Serum and Whole Blood Samples
Blood samples were selected from all the examined animals by picture of the jugular vein into two sterile vacutainer tubes for each sample; one with heparin as anticoagulant and the other without. Blood samples without anticoagulants were centrifuged in the laboratory at 2000 rpm for 20 min and sera were separated, labeled and stored at -20°C until analysed. Sera were examined for trypanosomosis by Card agglutination test. The whole blood samples from selected animals were used for parasitological and chromosomal analysis.

Diagnosis of Trypanosomosis in Male Camels
Parasitological Examinations
Parasitological diagnosis is carried out by the direct microscopic examination of blood (Luckins, 1992) and buffy coats (Murray et al., 1977).

Card Agglutination Test for Trypanosomosis (CATT/T. evansi)
This test is an experimental direct agglutination test for detection of antibodies in serum of infected animals. The antigen used consists of blood stream from trypanosomes RoTat 1.2, a variable surface Antigen type common to all T. evansi stocks examined hitherto. The test is done on a plastic card. Re-suspended antigen is mixed with diluted serum and agitated for 5 min. Blue clumping indicates a positive result (Davison et al., 1999).

Determination of Testosterone Hormone
Serum testosterone hormone level was determined using radioimmunological technique by using test kit obtained from Diagnostic Products Cooperation (DPC) Cataloge No. IKTTI., USA as described by Ismail (1986).

Chromosomal Aberrations and Sister Chromatid Exchanges
Blood samples were collected via sterile syringes from both infected and healthy camels. Each sample was divided into two halves, one for detection of chromosome aberrations and the other for Sister Chromatid Exchanges (SCE`S) frequency. Blood cells were cultured for 72 h at 38°C in 5 mL TCM-199, 1 mL fetal calf serum and 0.1 mL phytohaemagglutinin (PHA). After incubation, cells were treated with colchicines (0.05%) for 2 h, then with a hypotonic (0.075 M KCl) for 30 min. After fixation in acetic acid: ethanol (1:3) solution, the cells suspensions were dropped on wet slides then flamed to dry. The slides were stained with Giemsa stain and covered with DPX mounting media for chromosomal analysis. Chromosomal abnormalities were recorded in at least 50 metaphase spreads for each animal. For sister chromatid exchanges, 5-Bromodeoxyuridine (BrdU, Sigma) was added 48 h before harvesting. Then after hypotonic treatment and fixation, differential staining of sister chromatids was performed with fluorescence plus Giemsa method of Goto et al. (1978).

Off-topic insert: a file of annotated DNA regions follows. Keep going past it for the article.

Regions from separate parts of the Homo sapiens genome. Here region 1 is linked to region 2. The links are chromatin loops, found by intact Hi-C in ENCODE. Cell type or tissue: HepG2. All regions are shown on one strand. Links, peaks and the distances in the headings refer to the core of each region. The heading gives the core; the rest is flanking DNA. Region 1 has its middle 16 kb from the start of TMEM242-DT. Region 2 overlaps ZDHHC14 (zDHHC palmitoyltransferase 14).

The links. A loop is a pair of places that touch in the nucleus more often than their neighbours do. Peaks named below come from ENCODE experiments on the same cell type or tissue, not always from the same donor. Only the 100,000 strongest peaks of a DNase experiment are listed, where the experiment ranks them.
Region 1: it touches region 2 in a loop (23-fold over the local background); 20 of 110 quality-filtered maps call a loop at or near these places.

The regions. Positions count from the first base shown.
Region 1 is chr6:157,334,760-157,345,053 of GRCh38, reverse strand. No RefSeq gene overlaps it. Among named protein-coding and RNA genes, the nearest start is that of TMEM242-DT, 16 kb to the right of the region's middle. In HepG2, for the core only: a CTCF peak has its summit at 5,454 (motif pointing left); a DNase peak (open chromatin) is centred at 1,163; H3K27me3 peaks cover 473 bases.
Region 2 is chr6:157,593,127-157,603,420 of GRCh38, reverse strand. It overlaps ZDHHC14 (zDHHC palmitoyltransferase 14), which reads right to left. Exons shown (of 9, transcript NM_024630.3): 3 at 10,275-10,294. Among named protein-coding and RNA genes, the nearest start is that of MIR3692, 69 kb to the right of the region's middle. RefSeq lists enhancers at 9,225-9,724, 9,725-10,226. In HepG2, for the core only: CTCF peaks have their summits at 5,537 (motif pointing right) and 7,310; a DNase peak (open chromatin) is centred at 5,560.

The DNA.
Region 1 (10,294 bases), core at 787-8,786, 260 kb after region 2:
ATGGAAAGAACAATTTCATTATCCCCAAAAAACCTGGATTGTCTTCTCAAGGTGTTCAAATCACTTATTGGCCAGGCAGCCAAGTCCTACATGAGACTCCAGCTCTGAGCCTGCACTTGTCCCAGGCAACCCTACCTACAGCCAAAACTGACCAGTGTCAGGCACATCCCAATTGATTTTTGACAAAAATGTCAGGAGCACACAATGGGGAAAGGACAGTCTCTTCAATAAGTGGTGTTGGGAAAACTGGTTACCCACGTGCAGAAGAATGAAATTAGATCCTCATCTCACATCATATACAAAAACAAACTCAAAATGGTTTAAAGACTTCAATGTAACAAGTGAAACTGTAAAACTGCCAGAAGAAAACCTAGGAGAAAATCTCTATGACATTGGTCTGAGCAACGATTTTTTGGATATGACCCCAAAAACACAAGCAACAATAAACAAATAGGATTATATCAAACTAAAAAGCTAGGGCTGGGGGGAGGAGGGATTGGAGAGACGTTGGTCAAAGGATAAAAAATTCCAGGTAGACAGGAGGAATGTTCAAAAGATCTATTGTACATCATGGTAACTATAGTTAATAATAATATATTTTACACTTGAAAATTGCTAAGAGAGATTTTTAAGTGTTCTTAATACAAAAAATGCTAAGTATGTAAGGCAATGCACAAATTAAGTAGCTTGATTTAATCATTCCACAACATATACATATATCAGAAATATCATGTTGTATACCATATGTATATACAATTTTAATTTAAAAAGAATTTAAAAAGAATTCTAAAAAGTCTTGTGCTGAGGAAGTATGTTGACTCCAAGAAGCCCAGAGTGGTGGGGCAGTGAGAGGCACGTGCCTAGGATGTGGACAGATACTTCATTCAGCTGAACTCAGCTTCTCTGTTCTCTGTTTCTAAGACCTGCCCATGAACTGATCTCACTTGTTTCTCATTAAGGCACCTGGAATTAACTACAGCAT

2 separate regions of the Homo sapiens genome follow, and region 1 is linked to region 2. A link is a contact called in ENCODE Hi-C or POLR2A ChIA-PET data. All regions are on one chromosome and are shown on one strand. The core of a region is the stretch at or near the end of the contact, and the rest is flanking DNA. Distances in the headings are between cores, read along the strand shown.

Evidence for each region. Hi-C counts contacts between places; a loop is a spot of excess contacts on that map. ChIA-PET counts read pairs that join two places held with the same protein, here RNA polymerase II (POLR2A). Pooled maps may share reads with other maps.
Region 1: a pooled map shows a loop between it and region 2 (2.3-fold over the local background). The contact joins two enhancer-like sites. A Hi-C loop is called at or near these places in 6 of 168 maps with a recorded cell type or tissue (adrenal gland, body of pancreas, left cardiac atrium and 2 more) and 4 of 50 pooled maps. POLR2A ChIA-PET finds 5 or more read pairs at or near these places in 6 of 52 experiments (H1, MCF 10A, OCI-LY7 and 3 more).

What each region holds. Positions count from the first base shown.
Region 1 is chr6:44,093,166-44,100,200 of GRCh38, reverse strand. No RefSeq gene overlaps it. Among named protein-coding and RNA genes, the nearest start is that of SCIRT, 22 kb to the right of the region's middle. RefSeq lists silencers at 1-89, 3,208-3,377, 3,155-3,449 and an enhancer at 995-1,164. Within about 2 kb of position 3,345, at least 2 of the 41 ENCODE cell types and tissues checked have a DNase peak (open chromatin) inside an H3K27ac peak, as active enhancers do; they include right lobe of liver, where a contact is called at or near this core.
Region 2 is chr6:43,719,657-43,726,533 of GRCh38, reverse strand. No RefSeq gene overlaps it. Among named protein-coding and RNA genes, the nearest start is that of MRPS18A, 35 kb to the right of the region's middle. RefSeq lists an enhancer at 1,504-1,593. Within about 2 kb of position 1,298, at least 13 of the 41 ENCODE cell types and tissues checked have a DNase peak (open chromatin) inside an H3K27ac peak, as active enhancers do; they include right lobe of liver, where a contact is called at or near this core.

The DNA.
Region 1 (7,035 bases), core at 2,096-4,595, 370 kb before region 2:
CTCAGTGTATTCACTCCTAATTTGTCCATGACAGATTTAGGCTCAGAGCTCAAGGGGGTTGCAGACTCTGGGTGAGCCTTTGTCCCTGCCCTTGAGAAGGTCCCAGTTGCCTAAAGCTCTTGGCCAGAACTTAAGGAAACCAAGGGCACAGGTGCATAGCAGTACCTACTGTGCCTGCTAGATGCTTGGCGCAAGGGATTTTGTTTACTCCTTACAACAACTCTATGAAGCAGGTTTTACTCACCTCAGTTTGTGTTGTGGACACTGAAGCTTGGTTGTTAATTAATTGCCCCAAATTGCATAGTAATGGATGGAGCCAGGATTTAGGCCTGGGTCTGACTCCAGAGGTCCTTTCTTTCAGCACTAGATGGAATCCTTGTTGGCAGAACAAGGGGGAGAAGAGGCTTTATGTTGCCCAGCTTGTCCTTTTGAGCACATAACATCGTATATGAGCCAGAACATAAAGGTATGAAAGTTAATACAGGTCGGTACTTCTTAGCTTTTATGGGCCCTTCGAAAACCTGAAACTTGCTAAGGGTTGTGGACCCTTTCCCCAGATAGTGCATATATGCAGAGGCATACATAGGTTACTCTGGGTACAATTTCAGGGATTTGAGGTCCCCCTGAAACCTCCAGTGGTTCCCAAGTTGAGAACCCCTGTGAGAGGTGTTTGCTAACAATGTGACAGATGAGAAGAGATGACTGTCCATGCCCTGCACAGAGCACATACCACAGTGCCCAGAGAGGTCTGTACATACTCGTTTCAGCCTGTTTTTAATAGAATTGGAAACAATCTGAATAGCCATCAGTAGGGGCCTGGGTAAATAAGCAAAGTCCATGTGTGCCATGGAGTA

Statistical AnalysisData were subjected to statistical analysis using t-test according to (Snedecor and Cochran, 1982).

RESULTS

Clinical Findings
At clinical examination, most of animals showed moderate signs of chronic form in the form of anemia, emaciation, recurrent fever, dullness, loss of condition, edema of the dependent parts and diarrhea. While, the remaining animals did not show any clinical evidence of the disease.

Diagnosis of Trypanosomosis in Male Dromedary Camels
Parasitological Examination Results

The microscopic examinations of blood and buffy coat film of camels revealed that 15(35.71%) out of 42 examined animals were positive for trypanosomosis (Table 1).

Table 1: Methods of diagnosis of trypanosomosis among male adult camels